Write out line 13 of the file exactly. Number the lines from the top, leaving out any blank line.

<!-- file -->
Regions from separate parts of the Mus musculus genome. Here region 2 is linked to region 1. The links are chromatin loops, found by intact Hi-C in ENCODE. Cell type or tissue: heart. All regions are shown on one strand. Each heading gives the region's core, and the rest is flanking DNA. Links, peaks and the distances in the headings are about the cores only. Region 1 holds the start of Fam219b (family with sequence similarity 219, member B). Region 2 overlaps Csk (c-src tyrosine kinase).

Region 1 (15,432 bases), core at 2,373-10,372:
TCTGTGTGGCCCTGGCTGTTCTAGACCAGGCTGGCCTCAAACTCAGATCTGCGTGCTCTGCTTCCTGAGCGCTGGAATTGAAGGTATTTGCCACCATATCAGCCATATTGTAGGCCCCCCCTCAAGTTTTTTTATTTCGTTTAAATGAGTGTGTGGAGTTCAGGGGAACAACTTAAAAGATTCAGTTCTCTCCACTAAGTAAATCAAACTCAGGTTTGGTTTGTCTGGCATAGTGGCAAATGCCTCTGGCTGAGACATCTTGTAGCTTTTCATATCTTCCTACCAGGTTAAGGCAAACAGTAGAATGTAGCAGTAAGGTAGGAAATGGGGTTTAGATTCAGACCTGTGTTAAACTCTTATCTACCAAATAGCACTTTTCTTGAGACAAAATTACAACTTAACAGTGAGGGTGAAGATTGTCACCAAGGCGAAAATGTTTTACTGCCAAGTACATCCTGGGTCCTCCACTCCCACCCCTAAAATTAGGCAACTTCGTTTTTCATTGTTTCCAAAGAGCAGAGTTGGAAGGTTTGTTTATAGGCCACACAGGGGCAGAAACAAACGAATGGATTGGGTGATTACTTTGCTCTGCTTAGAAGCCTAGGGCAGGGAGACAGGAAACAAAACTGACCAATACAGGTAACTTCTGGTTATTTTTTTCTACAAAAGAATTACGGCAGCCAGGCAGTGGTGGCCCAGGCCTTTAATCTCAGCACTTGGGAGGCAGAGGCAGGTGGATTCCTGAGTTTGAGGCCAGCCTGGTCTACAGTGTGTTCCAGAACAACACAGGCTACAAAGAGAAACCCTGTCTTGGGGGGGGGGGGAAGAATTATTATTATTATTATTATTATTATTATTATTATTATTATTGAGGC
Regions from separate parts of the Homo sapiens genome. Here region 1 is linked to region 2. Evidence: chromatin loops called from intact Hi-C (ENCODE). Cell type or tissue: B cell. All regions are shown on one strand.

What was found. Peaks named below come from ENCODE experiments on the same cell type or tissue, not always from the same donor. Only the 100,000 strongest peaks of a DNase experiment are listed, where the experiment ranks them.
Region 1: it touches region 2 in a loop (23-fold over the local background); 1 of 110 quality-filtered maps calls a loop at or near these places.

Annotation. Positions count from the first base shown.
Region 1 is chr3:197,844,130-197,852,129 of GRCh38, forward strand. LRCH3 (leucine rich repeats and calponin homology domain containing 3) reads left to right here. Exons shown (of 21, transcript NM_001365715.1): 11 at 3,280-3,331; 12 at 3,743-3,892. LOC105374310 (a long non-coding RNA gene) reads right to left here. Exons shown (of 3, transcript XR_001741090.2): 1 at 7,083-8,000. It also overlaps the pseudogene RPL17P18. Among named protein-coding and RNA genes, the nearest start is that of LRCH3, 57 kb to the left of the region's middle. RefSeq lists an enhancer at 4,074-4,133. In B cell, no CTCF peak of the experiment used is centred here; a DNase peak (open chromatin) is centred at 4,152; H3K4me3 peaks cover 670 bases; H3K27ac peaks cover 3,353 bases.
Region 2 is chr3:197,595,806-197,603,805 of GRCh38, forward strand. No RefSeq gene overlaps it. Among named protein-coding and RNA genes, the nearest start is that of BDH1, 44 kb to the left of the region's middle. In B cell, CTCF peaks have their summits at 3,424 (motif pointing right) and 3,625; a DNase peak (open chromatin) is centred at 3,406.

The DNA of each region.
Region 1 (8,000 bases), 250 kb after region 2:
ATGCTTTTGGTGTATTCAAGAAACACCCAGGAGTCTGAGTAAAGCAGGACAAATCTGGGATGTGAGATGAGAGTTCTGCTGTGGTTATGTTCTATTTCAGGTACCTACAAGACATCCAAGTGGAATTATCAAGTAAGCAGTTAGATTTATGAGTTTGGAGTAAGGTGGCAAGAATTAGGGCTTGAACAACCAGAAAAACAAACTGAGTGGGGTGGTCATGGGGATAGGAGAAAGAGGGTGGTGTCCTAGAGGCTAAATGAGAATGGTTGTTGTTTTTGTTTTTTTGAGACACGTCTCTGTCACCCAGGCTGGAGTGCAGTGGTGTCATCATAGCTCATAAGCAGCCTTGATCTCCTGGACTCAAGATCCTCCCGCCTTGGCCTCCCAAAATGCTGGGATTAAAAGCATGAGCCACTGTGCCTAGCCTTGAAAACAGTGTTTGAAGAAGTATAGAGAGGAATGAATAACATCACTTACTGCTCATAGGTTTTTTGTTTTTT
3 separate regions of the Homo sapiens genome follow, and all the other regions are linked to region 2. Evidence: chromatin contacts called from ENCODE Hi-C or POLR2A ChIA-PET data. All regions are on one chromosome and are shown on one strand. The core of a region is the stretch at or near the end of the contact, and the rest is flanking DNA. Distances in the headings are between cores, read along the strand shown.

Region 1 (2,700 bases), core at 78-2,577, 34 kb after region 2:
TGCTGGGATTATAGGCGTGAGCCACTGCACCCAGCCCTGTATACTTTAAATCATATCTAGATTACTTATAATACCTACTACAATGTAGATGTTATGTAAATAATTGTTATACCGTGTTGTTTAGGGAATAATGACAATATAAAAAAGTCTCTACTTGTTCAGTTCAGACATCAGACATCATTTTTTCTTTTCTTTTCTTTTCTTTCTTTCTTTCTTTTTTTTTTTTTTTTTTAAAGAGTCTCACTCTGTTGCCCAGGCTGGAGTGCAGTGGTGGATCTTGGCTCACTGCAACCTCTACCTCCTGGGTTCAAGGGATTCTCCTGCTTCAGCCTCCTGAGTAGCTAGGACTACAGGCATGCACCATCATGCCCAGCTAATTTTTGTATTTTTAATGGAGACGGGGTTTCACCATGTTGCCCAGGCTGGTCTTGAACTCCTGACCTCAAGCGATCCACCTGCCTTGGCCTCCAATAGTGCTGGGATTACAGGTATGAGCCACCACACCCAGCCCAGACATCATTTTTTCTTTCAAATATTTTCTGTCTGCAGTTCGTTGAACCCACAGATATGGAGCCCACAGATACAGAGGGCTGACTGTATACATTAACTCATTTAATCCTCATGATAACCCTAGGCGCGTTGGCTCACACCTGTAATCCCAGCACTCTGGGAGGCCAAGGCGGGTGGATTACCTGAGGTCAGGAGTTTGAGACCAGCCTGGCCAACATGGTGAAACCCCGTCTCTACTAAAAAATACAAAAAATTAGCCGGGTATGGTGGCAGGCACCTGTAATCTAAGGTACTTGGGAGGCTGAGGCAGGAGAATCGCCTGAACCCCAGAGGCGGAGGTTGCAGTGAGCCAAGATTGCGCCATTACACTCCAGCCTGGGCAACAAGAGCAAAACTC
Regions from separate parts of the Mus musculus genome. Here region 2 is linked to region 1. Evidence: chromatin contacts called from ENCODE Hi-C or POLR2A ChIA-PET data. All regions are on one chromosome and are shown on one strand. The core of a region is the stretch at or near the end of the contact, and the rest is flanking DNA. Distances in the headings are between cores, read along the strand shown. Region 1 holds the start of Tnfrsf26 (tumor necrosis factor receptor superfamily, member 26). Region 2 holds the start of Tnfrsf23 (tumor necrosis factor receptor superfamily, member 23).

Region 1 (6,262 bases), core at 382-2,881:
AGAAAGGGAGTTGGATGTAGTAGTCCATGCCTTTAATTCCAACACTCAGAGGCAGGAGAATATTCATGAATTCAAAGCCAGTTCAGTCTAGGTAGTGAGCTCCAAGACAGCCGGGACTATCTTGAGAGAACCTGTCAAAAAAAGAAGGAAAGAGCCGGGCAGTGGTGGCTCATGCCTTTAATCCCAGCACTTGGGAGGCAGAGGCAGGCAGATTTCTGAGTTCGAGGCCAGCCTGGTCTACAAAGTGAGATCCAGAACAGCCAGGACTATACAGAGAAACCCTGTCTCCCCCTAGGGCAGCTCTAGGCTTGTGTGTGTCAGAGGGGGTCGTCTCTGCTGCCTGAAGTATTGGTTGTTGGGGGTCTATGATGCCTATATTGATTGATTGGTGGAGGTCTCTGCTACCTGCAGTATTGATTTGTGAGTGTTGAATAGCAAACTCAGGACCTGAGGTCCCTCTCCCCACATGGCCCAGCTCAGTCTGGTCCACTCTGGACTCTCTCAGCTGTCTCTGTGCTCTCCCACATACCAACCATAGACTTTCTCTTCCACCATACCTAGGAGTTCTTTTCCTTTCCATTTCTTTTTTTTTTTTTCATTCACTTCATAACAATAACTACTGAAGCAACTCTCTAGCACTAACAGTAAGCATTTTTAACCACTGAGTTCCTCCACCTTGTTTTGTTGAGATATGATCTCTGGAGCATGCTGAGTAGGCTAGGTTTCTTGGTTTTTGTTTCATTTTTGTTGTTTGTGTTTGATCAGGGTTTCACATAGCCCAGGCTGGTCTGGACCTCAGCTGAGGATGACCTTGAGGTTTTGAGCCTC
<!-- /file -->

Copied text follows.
3 separate regions of the Homo sapiens genome follow, and all the other regions are linked to region 2. Evidence: chromatin contacts called from ENCODE Hi-C or POLR2A ChIA-PET data. All regions are on one chromosome and are shown on one strand. The core of a region is the stretch at or near the end of the contact, and the rest is flanking DNA. Distances in the headings are between cores, read along the strand shown.